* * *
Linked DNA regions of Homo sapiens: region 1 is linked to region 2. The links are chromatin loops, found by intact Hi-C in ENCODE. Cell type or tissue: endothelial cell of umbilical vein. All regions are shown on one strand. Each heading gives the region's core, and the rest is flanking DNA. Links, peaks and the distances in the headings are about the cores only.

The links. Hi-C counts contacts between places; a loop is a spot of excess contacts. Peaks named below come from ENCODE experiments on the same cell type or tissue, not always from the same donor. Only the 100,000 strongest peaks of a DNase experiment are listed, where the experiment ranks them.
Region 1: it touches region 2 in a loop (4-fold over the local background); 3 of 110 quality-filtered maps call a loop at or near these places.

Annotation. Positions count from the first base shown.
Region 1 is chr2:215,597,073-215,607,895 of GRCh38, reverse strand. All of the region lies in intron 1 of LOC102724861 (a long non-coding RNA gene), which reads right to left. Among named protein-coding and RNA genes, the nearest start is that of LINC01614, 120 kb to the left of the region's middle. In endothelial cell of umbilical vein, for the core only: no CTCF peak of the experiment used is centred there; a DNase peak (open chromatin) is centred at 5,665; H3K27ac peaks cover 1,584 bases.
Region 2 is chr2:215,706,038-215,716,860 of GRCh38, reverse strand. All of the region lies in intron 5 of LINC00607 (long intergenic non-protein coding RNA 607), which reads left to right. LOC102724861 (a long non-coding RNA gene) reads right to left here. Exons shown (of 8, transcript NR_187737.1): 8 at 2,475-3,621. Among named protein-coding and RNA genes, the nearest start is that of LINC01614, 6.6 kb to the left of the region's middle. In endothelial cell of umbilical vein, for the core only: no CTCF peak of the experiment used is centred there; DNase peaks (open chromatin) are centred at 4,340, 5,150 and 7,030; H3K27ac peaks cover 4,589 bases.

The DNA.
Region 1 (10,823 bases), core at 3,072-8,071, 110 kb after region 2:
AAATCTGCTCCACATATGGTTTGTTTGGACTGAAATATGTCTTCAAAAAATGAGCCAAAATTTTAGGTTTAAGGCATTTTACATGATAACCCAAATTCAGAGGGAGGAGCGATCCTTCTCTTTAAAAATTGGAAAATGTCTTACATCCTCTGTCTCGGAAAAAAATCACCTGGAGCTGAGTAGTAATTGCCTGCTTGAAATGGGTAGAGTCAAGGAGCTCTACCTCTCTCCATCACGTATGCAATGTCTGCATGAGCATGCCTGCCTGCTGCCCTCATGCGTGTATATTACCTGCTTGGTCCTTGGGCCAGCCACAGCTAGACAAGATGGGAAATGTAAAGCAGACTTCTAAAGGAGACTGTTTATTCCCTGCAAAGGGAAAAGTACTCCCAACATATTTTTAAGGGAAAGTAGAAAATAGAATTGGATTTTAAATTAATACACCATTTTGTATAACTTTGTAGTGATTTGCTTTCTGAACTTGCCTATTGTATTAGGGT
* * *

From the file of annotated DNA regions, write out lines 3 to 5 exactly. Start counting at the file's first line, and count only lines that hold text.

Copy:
Region 1: it touches region 2 in a loop (4-fold over the local background); 3 of 110 quality-filtered maps call a loop at or near these places.

Annotation. Positions count from the first base shown.
Region 1 is chr2:215,597,073-215,607,895 of GRCh38, reverse strand. All of the region lies in intron 1 of LOC102724861 (a long non-coding RNA gene), which reads right to left. Among named protein-coding and RNA genes, the nearest start is that of LINC01614, 120 kb to the left of the region's middle. In endothelial cell of umbilical vein, for the core only: no CTCF peak of the experiment used is centred there; a DNase peak (open chromatin) is centred at 5,665; H3K27ac peaks cover 1,584 bases.